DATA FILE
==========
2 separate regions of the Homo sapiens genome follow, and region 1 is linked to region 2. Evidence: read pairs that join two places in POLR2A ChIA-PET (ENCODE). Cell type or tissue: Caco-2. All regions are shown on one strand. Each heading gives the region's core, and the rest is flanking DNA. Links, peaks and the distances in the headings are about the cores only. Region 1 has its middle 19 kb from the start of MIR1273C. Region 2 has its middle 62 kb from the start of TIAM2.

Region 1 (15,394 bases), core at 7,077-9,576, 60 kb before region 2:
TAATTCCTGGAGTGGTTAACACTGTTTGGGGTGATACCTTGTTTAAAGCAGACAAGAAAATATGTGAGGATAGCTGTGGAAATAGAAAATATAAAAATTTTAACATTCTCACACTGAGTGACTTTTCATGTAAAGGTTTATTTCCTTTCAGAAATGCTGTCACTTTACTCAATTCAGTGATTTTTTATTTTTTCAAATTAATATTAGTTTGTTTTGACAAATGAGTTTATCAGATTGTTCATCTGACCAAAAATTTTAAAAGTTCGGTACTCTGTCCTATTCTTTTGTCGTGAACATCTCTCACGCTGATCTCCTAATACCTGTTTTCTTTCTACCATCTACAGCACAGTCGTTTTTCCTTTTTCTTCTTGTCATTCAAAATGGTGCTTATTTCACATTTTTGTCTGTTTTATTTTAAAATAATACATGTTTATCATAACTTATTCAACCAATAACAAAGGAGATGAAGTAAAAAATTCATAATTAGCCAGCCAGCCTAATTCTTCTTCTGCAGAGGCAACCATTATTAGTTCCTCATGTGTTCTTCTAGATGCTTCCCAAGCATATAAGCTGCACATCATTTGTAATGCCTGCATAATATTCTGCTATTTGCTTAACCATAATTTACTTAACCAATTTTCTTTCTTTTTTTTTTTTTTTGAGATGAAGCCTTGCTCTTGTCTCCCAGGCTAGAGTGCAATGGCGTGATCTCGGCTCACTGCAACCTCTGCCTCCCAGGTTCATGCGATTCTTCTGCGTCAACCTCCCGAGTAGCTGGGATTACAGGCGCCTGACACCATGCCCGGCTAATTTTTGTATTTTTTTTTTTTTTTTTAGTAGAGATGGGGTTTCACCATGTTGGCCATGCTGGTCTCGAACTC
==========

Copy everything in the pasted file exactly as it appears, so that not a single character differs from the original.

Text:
2 separate regions of the Homo sapiens genome follow, and region 1 is linked to region 2. Evidence: read pairs that join two places in POLR2A ChIA-PET (ENCODE). Cell type or tissue: Caco-2. All regions are shown on one strand. Each heading gives the region's core, and the rest is flanking DNA. Links, peaks and the distances in the headings are about the cores only. Region 1 has its middle 19 kb from the start of MIR1273C. Region 2 has its middle 62 kb from the start of TIAM2.

Region 1 (15,394 bases), core at 7,077-9,576, 60 kb before region 2:
TAATTCCTGGAGTGGTTAACACTGTTTGGGGTGATACCTTGTTTAAAGCAGACAAGAAAATATGTGAGGATAGCTGTGGAAATAGAAAATATAAAAATTTTAACATTCTCACACTGAGTGACTTTTCATGTAAAGGTTTATTTCCTTTCAGAAATGCTGTCACTTTACTCAATTCAGTGATTTTTTATTTTTTCAAATTAATATTAGTTTGTTTTGACAAATGAGTTTATCAGATTGTTCATCTGACCAAAAATTTTAAAAGTTCGGTACTCTGTCCTATTCTTTTGTCGTGAACATCTCTCACGCTGATCTCCTAATACCTGTTTTCTTTCTACCATCTACAGCACAGTCGTTTTTCCTTTTTCTTCTTGTCATTCAAAATGGTGCTTATTTCACATTTTTGTCTGTTTTATTTTAAAATAATACATGTTTATCATAACTTATTCAACCAATAACAAAGGAGATGAAGTAAAAAATTCATAATTAGCCAGCCAGCCTAATTCTTCTTCTGCAGAGGCAACCATTATTAGTTCCTCATGTGTTCTTCTAGATGCTTCCCAAGCATATAAGCTGCACATCATTTGTAATGCCTGCATAATATTCTGCTATTTGCTTAACCATAATTTACTTAACCAATTTTCTTTCTTTTTTTTTTTTTTTGAGATGAAGCCTTGCTCTTGTCTCCCAGGCTAGAGTGCAATGGCGTGATCTCGGCTCACTGCAACCTCTGCCTCCCAGGTTCATGCGATTCTTCTGCGTCAACCTCCCGAGTAGCTGGGATTACAGGCGCCTGACACCATGCCCGGCTAATTTTTGTATTTTTTTTTTTTTTTTTAGTAGAGATGGGGTTTCACCATGTTGGCCATGCTGGTCTCGAACTC